IT would be a stretch for Chris Grassick to suggest that his sustained injury lay-off was a good thing but he does concede some positives came from being on the sidelines for almost a year.

In the summer of 2016, Scotland’s hockey captain, who was also part of the GB squad, snapped his anterior cruciate ligament and despite being only in his mid-20s, had thoughts of hanging up his hockey stick for good. But his time out reminded him of just how much he loved the sport.

“I had kind of planned on quitting hockey and going into the real world and something changed after I had the operation and I just decided that I wasn’t going to give up now - that I wanted to go for Tokyo Olympics and really crack on with hockey,” the 27-year-old from Edinburgh said.

“Mentally it was a really hard time and there were some moments where I was pretty unhappy. But everyone has ups and downs along their career - you read articles about other sportsmen and sportswomen and you realise it is maybe not the worst thing ever. So it put things in perspective and makes me appreciate everything more now because you never know what is around the corner.

“I think I’m probably in a fresher position now than some people who cracked on after Rio and didn’t really have a break. So it could have been a blessing in disguise.”

Grassick was one of 18 hockey players named last week for the men’s squad that will travel to Gold Coast for the Commonwealth Games, which begin in April and with Scotland drawn against hosts and gold-medal favourites Australia, as well as New Zealand, Canada and South Africa in the group stages, Grassick knows he and his team-mates could not have a tougher task. But with a successful 2017 behind them, and a good warm-weather camp in Spain last month, Grassick, who plays his club hockey for English side Surbiton, is optimistic that Scotland can make their presence felt.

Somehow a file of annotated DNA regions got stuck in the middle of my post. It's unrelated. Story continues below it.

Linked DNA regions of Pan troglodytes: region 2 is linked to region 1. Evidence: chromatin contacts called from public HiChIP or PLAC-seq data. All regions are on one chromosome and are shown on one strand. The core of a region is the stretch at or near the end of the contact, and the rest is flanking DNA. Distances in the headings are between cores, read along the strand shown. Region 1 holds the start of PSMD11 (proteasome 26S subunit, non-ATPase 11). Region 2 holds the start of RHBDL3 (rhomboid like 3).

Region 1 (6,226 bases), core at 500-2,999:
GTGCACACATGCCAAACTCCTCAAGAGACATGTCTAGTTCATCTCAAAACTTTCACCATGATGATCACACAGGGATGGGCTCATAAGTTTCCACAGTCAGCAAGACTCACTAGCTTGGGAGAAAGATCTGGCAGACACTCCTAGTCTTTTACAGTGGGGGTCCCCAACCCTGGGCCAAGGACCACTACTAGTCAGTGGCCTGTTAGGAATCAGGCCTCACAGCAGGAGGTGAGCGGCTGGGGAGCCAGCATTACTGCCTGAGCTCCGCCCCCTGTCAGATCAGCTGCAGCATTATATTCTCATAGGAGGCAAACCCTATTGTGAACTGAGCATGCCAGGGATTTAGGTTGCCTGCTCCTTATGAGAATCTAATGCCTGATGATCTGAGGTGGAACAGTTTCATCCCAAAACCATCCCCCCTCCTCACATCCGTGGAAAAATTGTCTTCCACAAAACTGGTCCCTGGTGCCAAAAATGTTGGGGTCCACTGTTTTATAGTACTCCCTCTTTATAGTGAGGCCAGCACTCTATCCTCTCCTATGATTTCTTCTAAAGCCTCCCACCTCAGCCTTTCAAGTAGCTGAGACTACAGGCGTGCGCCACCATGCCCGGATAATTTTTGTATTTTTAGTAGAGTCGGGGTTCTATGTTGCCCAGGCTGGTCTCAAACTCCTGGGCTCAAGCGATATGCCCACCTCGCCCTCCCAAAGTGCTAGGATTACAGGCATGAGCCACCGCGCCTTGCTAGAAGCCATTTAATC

“We’re playing Australia at half nine at night so that will be awesome,” said Grassick, who was part of the squad at Glasgow 2014.

“You never know what can happen. We’re going to go into the group with a few games that we’ll target against the teams that are closer to us [in the rankings] and then we’ll take it from there. Against Australia, we’re going to go into it with a view to beating them but we’ll see what happens. But I don’t actually think the top four is an unrealistic aim.”

Scotland are ranked 23rd in the world but things are made considerably harder for them because, as a team they receive almost no financial support. Grassick, as a member of the GB set-up, is one of the lucky few who have the luxury of being full-time athletes but the squad have even been forced to crowd-fund to finance their international trips.

Some positive results in Gold Coast may well prove to the powers-that-be that the men’s squad deserve increased backing but Grassick denies that the team are headed to Australia with any thoughts of making a point that they have been hard done by.

“We don’t have a point to prove to anyone other than ourselves,” he said. “We just want to get better and we’ll do everything we can to get better. So we crowd-funded, we do hockey camps and we make the most of the money we have. And everyone is very dedicated.

“We’re definitely on an upward curve as a team. Glasgow 2014 was pretty cool because we had that home support and while performing in front of your own fans can bring lots of pros with motivation and getting you through games, equally it can maybe put you under a bit more pressure. But playing away from home, in Australia, means we can just go out and enjoy it. We’ve got nothing to lose.”